Rio Grande Watershed Emergency Action Coordination Team

RWEACT brings together local, state and federal agencies, organizations, and individuals to develop an effective, coordinated approach for immediate actions addressing fire-caused hazards resulting in the protection of human life, property, and the natural health of the Rio Grande watershed and its environment.

RWEACT: Educating and Alerting the Public


  • To provide emergency information to residents and the public of Hinsdale, Mineral, and Rio Grande counties relating to potential hazards following the West Fork Complex wildfire event.  
    • To provide public information ahead of a potential event.
    • To increase public safety during rain events through preparedness.  
    • To increase access to monitoring information.  
  • To provide information about environmental restoration efforts for wildfire recovery.  
    • To provide public information about forest restoration, water quality, hydrologic function, and watershed health.
    • To provide public information about fire severity, values at risk, and mitigating efforts.

Why RWEACT was Established

Through an intentional collaboration with the USDA, Forest Servic,e Rio Grande National Forest, and all entities involved in the fire suppression efforts and public safety interests associated with the West Fork Complex fire, a “pre-BAER” team assembled to address the immediate and obvious threats being observed. A BAER team is a Burned Area Emergency Response team brought in by the Forest Service.  An initial community meeting was held on July 1, 2013, and the Rio Grande Watershed Emergency Action Coordination Team (RWEACT) assembled for the first time on July 3, 2013, in South Fork at the South Fork Firehouse. The team was formed at the urging of and in cooperation with efforts of the San Luis Valley Irrigation District and the Rio Grande National Forest and with the Boards of County Commissioners from Hinsdale, Mineral and Rio Grande Counties and the Colorado Water Conservation Board.   Our geographical focus has expanded to include all the counties of the San Luis Valley, including Saguache, Costilla, Conejos, and Alamosa, and address watershed restoration and emergency notification in a landscape-wide approach.

Background: West Fork Complex Wildfire

On June 5, 2013, a lightning strike on USDA Forest Service lands northeast of Pagosa Springs, Colorado, ignited the “West Fork fire.” The fire initiated on the San Juan National Forest and quickly spread over the Continental divide to the Northeast and onto the Rio Grande National Forest. A separate wildfire started during another lightning storm near the headwaters of the Rio Grande River and became known as the “Papoose fire.” A spot from the “West Fork fire” created the “Windy Pass fire.” The three wildfire events together - due to proximity and ease of management - are now identified as the “West Fork Complex fire.” As of Friday, July 12, 2013, the West Fork Complex fire had grown to approximately 109,500 acres in size. Of that, more than 90,000 acres of the fire exists on the Rio Grande National Forest. The Rio Grande portion of the West Fork fire has threatened the public safety and personal property of residents near the towns of Creede, South Fork and Del Norte primarily in Hinsdale and Mineral Counties. In addition to the public safety and private property concerns, the fire is situated at the headwaters and along the watershed of the main stem of the Rio Grande and many of its tributaries. The primary economic industry of the communities of Creede, South Fork, and Lake City and Rio Grande, Hinsdale, and Mineral counties are tourist-dependent. These counties boast a high percentage (Hinsdale – 96%, Mineral – 95%, Rio Grande – 60%) of public lands and the outdoor recreation industry is heavily influenced by wilderness access, roads and trails, fishing, hunting, and scenic values.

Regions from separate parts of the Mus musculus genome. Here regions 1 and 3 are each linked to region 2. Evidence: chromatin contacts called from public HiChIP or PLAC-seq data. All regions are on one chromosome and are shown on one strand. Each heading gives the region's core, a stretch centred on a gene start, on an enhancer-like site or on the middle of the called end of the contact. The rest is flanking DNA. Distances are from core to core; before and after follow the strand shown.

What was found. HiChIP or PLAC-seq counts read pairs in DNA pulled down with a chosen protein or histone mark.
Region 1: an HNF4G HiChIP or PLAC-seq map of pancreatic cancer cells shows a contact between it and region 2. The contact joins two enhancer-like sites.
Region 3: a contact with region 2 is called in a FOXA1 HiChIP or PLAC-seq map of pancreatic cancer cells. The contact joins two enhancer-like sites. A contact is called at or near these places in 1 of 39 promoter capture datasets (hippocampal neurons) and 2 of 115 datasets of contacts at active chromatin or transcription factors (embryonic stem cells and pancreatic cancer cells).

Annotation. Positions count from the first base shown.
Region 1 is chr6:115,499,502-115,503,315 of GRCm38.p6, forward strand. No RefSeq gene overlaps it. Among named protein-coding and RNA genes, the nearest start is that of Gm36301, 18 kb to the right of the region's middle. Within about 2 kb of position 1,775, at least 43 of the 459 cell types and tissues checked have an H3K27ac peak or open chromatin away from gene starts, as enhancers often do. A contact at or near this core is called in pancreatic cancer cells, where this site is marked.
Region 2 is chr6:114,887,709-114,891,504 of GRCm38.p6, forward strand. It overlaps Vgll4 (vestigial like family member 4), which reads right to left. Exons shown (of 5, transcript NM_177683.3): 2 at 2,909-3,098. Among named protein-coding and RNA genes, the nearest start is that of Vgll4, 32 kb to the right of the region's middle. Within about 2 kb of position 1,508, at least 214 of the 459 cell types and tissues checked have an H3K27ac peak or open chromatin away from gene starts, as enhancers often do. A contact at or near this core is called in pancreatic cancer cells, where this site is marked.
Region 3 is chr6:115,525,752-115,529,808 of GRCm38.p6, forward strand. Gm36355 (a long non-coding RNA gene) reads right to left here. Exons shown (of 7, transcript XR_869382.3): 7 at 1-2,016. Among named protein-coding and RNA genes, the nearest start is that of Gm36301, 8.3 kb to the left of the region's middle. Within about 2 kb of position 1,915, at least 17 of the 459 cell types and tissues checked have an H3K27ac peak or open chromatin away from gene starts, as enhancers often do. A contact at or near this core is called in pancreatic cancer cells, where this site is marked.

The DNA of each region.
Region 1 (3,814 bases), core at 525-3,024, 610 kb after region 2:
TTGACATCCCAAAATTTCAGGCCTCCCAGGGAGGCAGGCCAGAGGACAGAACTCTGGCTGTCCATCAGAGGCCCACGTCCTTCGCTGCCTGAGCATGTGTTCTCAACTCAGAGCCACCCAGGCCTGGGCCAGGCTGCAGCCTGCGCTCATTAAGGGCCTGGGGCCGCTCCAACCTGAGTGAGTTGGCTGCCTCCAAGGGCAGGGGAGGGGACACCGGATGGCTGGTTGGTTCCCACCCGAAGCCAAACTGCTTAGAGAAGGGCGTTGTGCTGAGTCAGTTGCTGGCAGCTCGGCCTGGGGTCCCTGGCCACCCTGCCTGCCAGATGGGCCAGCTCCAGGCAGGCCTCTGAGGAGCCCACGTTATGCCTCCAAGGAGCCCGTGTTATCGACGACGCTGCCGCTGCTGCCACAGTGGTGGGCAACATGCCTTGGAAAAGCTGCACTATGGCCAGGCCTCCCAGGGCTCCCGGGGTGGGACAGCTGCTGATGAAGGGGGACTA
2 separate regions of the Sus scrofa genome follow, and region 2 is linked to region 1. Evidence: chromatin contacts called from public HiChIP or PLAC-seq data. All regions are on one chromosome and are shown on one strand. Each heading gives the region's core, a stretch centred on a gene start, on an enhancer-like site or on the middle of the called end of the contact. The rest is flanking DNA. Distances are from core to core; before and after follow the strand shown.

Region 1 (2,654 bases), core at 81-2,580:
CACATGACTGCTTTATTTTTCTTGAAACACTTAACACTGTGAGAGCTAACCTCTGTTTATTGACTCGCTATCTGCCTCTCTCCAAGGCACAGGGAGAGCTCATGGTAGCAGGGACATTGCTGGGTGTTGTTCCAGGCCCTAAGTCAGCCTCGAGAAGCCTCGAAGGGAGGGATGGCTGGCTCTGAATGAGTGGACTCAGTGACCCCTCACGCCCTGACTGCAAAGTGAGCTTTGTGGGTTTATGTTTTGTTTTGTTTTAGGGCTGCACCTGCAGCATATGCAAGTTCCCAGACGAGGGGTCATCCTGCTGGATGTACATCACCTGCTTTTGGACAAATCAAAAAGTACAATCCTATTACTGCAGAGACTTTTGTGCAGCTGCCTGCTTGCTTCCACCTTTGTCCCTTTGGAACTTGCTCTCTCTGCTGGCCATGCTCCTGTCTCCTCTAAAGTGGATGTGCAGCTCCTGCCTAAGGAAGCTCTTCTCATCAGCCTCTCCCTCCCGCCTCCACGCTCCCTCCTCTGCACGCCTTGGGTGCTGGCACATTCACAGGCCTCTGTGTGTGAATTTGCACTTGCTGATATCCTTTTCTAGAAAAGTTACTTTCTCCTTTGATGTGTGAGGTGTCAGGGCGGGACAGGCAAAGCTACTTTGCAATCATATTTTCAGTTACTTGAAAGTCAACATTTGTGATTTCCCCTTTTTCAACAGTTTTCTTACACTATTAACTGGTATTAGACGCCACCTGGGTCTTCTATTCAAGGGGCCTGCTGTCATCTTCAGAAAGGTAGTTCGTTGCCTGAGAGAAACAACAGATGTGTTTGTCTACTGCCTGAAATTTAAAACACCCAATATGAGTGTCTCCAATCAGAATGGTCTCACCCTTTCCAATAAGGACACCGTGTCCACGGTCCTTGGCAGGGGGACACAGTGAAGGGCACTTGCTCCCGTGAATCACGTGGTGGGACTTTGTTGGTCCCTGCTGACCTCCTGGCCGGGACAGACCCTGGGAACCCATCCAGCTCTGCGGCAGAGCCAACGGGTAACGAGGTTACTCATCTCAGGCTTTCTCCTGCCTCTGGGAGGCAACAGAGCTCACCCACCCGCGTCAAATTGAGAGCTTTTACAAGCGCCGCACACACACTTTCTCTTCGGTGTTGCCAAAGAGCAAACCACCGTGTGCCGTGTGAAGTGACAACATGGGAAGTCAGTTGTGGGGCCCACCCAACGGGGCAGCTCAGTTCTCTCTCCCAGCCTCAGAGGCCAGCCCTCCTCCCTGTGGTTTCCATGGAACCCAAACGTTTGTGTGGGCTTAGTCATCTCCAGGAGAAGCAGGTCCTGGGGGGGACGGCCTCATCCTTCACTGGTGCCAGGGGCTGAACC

Downstream and downslope of the West Fork Complex fire is the San Luis Valley – 8,000 square miles of a high-desert, irrigated valley whose farms produce potatoes, barley, quinoa (for the first time since 1982 it was grown outside of South America in the San Luis Valley), cabbage, head lettuce, alfalfa, and native hay and whose ranches raise beef, sheep, hogs, goats, and buffalo (there’s even an alligator farm). The water quality impacts of a wildland fire in the Upper Rio Grande Valley and its tributaries and headwaters may prove to be devastating on the private, neighboring lands.

The intensity of the West Fork Complex fire has been fueled primarily by the vast acreages of “beetle-killed” spruce trees and the fine fuels of the dead branches, hot and dry winds, lack of precipitation, steep drainages, and minimal road access due to inaccessible landscapes ... this has resulted in extreme wildfire behavior. The initial BARC (Burned Area Reflective Classification) map reviewed on July 5th indicated that as much as 60% to 70% of the watersheds within the current West Fork Complex fire perimeter may be “severely” burned. The subsequent and significant impacts on environments through flooding and debris flow as burned soils may repel water like pavement. New research indicates perhaps that this hydrophobic tendency of burned soils is less impactful on water movement. Massive impacts to the environment and natural resources have occurred that greatly increase the need to take emergent and immediate, proactive measures to prevent loss of human life and property in the event of an inevitable flash flood. In addition, an inevitable reality is that the Rio Grande watershed including those tributaries affected by the fire, will sustain high volumes of ash, debris and sediment moving into the streams and rivers causing a significant degradation in water quality that will effect river health and wildlife at all levels.

Photo Chronology of River Hill Recovery

Showing the change in the landscape as the forest/area recovers